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He was never slow to make use of the inalienable American privilege of speaking one's mind. In 1835 the theory of the entire perfection of the American character was seldom challenged, at least by a native writer. That Cooper should entertain doubts on the subject was thought monstrous. It was resented in him the more because of his manner. Opinions quite as radical might have been uttered wittily and the end accomplished. Cooper had little wit. His touch was heavy and he was in dead earnest. He lacked neither courage, nor honesty, nor highmindedness, nor generosity, nor yet judgment (if his temper was unruffled), but he was entirely wanting in tact, and largely wanting in geniality of the useful, if superficial, sort, which lessens the wear and tear of human intercourse.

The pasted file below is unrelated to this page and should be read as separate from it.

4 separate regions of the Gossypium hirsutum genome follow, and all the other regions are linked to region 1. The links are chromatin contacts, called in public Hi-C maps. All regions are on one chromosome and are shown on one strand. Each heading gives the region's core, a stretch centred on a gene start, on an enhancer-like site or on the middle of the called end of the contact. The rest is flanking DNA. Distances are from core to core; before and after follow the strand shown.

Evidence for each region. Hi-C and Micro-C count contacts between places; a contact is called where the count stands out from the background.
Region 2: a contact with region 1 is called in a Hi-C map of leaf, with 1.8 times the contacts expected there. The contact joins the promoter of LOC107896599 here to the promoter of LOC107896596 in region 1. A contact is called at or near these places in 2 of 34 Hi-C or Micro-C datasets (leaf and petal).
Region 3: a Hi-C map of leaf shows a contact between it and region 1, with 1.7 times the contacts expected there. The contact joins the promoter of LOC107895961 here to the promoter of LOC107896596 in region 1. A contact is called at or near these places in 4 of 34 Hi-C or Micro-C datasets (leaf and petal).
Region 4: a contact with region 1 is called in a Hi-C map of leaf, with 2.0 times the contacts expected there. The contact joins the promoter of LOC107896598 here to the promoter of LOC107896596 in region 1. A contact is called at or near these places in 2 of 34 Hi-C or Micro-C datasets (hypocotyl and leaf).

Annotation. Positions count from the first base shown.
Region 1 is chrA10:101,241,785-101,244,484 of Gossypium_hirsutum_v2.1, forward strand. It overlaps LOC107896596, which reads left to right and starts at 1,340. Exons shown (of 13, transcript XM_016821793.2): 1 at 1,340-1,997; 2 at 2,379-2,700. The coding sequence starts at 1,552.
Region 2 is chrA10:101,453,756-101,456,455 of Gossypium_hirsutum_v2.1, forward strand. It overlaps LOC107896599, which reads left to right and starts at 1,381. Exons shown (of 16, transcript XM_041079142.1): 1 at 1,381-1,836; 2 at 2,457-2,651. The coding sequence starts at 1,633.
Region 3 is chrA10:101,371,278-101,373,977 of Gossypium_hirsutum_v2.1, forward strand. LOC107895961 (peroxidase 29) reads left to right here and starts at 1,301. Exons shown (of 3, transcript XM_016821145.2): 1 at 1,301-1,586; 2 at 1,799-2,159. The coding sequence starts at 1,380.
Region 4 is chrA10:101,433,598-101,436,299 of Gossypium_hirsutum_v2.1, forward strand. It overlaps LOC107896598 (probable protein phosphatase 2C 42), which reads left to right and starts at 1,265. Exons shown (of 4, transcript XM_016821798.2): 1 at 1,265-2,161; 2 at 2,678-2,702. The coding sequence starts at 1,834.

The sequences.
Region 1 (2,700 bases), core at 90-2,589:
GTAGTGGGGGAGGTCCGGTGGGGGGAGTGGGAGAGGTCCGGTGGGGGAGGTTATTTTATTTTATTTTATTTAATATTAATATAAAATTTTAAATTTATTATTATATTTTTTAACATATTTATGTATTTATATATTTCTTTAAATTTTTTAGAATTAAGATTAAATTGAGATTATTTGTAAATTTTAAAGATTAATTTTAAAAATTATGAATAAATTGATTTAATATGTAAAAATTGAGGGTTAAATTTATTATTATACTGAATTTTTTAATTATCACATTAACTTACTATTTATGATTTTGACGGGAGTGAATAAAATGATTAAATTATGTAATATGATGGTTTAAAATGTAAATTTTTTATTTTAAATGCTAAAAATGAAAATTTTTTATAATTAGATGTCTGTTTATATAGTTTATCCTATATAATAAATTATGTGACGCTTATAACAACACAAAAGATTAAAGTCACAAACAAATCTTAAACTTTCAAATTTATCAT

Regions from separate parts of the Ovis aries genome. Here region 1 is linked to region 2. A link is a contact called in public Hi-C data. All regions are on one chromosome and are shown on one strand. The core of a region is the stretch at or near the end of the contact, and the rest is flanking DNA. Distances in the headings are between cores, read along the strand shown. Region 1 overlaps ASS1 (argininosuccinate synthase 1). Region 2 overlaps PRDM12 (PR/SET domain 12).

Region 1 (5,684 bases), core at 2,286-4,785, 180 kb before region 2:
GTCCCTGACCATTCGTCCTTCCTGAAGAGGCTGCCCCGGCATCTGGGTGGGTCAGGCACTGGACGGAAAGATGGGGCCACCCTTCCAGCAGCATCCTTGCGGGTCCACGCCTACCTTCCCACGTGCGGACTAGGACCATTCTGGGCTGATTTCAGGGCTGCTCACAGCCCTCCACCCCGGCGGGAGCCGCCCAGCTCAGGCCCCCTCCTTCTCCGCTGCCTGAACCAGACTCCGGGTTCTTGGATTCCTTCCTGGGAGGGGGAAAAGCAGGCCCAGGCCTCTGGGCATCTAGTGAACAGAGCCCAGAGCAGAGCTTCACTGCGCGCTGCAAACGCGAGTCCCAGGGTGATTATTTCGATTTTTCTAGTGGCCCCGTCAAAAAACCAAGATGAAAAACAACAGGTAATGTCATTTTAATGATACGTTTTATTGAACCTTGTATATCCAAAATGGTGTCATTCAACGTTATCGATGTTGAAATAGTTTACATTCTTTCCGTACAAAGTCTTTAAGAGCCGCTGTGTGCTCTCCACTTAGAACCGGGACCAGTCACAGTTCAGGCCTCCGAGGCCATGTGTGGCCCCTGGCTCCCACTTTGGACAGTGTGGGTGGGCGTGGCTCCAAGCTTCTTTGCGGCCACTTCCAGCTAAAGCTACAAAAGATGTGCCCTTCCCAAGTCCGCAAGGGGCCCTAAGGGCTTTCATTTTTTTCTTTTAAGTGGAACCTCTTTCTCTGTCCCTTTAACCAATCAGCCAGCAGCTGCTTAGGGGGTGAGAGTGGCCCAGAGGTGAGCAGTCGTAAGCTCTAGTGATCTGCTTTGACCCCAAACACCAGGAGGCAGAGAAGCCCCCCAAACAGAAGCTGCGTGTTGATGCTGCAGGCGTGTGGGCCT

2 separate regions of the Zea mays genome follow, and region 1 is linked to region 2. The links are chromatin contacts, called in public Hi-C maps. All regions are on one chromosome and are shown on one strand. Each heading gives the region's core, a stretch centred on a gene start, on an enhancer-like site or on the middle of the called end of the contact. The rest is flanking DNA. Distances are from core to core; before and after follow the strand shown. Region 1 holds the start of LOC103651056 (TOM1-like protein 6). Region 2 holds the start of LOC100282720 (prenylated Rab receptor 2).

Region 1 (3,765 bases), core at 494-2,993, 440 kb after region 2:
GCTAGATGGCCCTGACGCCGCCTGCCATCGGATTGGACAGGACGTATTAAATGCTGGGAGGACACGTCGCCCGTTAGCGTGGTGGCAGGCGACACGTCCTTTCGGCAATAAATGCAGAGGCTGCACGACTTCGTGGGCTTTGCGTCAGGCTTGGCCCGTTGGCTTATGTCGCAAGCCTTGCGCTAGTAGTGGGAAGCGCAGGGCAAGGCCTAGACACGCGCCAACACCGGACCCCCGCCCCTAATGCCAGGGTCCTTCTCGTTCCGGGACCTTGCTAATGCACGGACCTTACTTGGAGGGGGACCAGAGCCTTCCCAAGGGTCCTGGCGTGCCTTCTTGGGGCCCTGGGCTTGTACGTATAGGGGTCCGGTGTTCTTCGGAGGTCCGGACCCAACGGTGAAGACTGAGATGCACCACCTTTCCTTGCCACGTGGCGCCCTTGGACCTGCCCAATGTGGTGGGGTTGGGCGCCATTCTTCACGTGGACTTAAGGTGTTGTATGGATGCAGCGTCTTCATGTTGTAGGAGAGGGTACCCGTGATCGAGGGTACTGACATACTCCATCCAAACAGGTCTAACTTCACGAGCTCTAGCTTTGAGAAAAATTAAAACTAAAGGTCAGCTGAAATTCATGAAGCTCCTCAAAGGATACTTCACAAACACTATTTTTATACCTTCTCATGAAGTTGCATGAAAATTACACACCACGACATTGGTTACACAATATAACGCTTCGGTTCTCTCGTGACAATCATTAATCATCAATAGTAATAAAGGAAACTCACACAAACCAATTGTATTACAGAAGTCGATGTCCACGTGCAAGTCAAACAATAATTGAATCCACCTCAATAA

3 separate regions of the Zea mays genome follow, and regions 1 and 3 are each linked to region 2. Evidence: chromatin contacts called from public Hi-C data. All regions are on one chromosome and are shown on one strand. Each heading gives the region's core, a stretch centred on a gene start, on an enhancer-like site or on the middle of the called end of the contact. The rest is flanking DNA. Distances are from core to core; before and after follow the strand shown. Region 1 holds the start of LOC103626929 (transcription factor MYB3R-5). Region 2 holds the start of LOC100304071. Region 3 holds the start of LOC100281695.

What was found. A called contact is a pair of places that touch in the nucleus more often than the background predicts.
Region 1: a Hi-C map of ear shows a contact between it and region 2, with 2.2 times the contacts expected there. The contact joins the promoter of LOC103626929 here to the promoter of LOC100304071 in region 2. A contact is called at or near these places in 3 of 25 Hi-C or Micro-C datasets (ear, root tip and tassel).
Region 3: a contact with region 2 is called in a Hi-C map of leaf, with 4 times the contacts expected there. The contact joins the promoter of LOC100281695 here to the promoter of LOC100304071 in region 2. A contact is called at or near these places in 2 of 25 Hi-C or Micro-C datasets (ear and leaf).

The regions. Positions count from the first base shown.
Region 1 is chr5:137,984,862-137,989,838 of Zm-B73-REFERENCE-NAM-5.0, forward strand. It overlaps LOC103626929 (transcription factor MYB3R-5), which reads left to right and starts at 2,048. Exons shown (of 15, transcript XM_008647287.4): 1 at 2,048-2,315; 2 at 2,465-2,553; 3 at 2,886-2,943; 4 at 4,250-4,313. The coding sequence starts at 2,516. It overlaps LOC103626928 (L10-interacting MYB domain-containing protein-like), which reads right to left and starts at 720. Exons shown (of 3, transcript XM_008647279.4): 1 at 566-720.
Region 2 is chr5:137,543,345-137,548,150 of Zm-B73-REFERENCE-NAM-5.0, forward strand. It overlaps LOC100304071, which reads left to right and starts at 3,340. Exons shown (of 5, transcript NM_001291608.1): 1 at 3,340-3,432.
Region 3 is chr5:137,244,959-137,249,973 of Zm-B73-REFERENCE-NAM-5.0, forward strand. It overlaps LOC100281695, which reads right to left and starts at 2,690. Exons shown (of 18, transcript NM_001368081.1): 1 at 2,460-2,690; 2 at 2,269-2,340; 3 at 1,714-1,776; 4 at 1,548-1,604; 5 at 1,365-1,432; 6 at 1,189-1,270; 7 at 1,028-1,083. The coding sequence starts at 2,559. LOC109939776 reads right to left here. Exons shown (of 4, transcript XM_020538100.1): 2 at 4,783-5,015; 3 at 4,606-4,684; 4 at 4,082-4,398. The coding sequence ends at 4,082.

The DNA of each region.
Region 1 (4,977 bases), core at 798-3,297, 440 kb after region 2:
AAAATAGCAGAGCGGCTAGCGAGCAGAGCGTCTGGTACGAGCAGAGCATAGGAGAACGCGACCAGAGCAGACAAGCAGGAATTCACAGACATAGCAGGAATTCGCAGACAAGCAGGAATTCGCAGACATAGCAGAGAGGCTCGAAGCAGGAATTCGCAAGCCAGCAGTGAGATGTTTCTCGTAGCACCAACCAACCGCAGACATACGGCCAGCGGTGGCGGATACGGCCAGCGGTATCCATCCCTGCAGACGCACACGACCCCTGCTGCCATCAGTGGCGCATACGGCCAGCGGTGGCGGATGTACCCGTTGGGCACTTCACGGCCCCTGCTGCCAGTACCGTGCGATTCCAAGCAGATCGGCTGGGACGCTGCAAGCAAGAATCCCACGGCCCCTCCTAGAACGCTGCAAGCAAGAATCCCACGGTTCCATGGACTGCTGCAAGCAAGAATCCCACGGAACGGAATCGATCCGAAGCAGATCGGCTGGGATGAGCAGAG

A philosopher divides famous men into two classes: those who are admired in their own homes (as well as in the world), and those who are admired anywhere but at home. Cooper belonged to the first class rather than the second. This proud, irascible, contentious, dogmatic man of letters enjoyed the unswerving loyalty and deep affection of every member of his family. And from this his biographer argues an essential sweetness of nature.

Cooper somewhere says: 'Men are as much 'indebted to a fortuitous concurrence of circum'stances for the characters they sustain in this world,

as to their personal qualities. It was his ill-luck to have the accidents of his character often mistaken for the character itself.